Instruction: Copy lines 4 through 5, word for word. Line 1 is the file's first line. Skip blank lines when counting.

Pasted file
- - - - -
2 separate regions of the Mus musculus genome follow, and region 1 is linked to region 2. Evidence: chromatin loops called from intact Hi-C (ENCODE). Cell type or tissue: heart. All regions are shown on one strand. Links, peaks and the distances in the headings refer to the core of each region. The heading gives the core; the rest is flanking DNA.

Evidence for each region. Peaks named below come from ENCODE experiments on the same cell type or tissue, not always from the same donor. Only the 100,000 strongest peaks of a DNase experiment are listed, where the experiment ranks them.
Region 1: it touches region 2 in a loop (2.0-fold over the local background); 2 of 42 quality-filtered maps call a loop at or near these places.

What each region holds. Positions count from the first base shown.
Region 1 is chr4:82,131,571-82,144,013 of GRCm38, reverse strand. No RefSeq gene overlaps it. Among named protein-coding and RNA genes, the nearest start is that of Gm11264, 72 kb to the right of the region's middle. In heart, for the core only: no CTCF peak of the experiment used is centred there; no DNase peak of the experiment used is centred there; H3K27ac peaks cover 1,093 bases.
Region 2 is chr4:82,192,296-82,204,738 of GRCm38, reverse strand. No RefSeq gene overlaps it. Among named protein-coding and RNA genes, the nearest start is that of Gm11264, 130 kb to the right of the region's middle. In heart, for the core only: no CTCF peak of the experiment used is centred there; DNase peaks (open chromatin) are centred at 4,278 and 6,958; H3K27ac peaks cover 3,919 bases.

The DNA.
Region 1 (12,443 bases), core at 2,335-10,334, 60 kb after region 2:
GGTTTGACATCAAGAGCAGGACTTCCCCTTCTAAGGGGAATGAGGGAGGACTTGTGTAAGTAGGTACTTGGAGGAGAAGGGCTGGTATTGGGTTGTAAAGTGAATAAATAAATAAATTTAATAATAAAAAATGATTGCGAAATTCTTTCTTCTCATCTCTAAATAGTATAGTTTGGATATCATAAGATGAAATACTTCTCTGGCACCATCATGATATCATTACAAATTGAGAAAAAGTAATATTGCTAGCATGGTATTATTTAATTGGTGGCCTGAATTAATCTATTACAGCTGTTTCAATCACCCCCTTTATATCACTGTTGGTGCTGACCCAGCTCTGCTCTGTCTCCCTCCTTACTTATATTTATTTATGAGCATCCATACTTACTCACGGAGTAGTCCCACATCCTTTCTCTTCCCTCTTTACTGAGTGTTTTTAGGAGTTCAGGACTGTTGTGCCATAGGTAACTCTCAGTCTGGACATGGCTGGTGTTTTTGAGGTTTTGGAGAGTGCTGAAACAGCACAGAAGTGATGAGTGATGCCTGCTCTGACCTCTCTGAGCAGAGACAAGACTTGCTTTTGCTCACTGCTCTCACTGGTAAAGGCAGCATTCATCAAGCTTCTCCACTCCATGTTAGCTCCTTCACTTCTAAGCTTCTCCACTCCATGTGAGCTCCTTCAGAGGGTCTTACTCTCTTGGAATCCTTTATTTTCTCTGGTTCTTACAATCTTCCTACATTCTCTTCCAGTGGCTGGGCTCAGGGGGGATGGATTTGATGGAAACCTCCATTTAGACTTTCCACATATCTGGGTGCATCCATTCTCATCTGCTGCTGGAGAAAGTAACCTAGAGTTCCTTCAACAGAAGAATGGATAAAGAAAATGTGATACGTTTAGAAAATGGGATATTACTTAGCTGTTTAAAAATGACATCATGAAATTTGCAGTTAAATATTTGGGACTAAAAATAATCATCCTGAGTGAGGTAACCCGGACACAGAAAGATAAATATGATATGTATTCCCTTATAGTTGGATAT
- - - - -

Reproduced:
What each region holds. Positions count from the first base shown.
Region 1 is chr4:82,131,571-82,144,013 of GRCm38, reverse strand. No RefSeq gene overlaps it. Among named protein-coding and RNA genes, the nearest start is that of Gm11264, 72 kb to the right of the region's middle. In heart, for the core only: no CTCF peak of the experiment used is centred there; no DNase peak of the experiment used is centred there; H3K27ac peaks cover 1,093 bases.